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The Eyes Have It

June 1, 1998
by Charlene Marietti
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A STANDARD IN LESS than a year? Yes, Virginia, with a speed uncharacteristic of standards development organizations the Clinical Context Object Workgroup (CCOW) has done it. This informal consortium of vendors, providers and consultants stands alone with 22 contributor members at last count. CCOW (pronounced sea-cow) developed, tested and published the first of its Patient Link Standards in time for a demonstration at the Healthcare Information and Management Systems Society conference in February. The second, the Patient Identification Mapper Index, is scheduled for publication by late spring--ahead of schedule.

CCOW’s Patient Link Standard provides visual integration that enables applications to work together for a one-stop view of patient information. When the user selects a different patient, the Patient Link updates links and synchronizes applications. This front-end harmonization does not replace other standards efforts nor does it take the place of a single, fully integrated, enterprisewide information system. It specifies software interfaces to shield the user from back-end integration problems.

The standard is not complete. And for the time being, its operating environment is limited. Although the first implementation is based on Windows 32-bit operating system or Windows 95, the architecture has been designed for use with any graphical user interface. CCOW chair Wes Rishel is quick to point out that work is under way to extend the environment, probably to include products that run through Web browsers.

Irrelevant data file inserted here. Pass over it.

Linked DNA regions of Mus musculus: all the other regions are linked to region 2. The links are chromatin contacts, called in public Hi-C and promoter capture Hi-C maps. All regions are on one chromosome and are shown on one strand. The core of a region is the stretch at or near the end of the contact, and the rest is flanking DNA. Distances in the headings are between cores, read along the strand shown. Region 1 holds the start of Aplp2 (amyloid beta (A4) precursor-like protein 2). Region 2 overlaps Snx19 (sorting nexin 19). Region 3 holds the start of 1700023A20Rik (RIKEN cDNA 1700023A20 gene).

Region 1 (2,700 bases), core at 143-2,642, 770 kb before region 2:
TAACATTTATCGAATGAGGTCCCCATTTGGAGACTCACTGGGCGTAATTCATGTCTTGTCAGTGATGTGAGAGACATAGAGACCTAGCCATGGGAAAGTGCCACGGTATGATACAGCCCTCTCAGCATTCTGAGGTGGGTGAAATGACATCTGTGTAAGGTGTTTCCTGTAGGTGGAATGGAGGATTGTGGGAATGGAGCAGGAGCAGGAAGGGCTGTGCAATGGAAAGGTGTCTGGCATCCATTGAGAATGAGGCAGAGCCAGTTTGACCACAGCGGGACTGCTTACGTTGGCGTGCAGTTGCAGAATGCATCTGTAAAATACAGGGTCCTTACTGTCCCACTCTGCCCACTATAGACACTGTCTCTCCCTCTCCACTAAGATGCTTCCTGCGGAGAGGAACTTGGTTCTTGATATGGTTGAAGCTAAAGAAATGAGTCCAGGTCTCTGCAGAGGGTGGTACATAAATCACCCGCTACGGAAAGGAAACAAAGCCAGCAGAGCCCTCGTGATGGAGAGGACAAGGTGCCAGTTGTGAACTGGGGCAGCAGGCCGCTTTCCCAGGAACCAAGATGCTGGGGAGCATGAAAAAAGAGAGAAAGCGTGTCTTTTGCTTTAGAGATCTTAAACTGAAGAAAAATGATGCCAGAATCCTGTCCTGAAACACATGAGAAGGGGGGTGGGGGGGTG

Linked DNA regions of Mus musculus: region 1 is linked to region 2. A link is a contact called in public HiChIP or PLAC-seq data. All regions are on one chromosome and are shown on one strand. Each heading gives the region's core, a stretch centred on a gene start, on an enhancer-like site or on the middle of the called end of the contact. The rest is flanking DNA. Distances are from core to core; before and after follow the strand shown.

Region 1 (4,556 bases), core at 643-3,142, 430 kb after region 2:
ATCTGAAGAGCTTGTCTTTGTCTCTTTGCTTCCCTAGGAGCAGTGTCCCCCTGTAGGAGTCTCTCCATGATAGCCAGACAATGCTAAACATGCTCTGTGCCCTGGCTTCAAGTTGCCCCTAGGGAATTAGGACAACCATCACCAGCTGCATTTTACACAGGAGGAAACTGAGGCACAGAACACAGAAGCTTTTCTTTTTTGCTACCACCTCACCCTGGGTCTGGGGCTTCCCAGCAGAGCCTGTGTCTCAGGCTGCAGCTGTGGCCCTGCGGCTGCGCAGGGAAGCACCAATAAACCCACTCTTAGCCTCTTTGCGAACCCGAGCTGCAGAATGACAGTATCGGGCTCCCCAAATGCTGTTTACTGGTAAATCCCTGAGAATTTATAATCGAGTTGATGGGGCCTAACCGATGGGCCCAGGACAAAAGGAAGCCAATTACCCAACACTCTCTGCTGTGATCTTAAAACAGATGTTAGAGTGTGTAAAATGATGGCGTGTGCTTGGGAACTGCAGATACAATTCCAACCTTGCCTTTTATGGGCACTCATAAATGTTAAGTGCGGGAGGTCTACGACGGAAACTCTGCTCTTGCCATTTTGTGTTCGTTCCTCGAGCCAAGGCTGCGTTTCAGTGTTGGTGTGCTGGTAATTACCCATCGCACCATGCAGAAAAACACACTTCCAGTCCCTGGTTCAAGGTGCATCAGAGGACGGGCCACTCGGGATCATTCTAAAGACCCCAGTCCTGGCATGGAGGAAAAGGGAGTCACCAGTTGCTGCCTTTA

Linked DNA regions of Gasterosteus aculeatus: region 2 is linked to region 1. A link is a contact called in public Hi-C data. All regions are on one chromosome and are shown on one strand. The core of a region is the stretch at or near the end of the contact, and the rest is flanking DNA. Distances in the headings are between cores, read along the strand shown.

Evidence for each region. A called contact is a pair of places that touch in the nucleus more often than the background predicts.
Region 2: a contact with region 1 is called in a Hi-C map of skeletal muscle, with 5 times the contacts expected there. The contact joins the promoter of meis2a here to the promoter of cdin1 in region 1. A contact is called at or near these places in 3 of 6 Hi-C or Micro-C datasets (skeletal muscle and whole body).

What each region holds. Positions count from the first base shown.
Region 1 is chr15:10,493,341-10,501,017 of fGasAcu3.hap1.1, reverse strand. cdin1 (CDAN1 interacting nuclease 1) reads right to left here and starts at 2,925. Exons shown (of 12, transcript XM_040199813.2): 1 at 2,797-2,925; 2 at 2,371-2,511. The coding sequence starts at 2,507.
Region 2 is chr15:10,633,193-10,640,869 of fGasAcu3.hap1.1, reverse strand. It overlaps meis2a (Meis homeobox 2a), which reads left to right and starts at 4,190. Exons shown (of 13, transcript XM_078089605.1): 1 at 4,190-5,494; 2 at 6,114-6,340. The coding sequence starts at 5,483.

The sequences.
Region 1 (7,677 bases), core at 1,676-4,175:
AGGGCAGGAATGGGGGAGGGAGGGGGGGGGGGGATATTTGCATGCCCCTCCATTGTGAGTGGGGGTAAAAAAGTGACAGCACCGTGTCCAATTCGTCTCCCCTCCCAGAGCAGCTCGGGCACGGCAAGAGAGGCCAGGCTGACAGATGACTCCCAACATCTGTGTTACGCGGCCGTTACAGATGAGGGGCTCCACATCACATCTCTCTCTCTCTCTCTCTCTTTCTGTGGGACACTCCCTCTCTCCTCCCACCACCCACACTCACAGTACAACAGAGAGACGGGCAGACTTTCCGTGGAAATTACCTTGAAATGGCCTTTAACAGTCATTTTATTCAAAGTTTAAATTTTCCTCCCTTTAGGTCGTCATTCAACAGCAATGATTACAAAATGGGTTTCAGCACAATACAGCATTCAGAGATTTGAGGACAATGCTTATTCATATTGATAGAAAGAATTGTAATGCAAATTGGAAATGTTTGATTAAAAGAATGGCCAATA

Some push, some pull

Standards grow through a recurring cycle of vendor push and user pull. The first push comes from vendors, then, once some credibility for the standard is established, a few users pull. The cycle gains momentum as more vendors and users join. "CCOW is now in the credibility-building phase," he says. User pull is still nascent, primarily coming from CCOW members who are already leading the pro-standards brigade. In the vendor community, he reports somewhere between enthusiastic response and quiet monitoring. Even so, he adds, "After a year of developing and first publishing, I see more user pull for CCOW than I saw in the second year of Health Level Seven (HL7)."

"Most standards efforts are successful because they are populated by people who see a win in collaboration," says Rishel, president of Wes Rishel Consulting of Alameda, Calif. Most vendors recognize the need for standards, but the larger companies are slower to react to industry trends. For example, he reports substantial interest from non-member SMS, opining that they are simply doing their homework, preparing for the time when a customer requests the standard. This is very typical for standards adoption, he observes. The big vendors don’t get out in front and push--they simply respond.

For provider organizations considering pulling the Patient Link standard onboard, necessities include healthcare applications that support the standard and a Context Manager software component that is accessible on each workstation. The "push" vendors behind CCOW have either already modified their software or intend to. (See CCOW/index.html for a current list.) Hewlett-Packard, IDX and a third, as yet unidentified vendor have a Context Manager in the works. The third component covered by the standard is the soon-to-be-released Patient Identification Mapper.

The standard is young and the future looks bright. Making different applications work together on the front end, CCOW can be a powerful hedge in the long-running integration games. Summarizing its potential, Rishel says, "The CCOW standards are a low-cost way to get more IS meat to the user table faster."

Charlene Marietti is senior technology writer at Healthcare Informatics.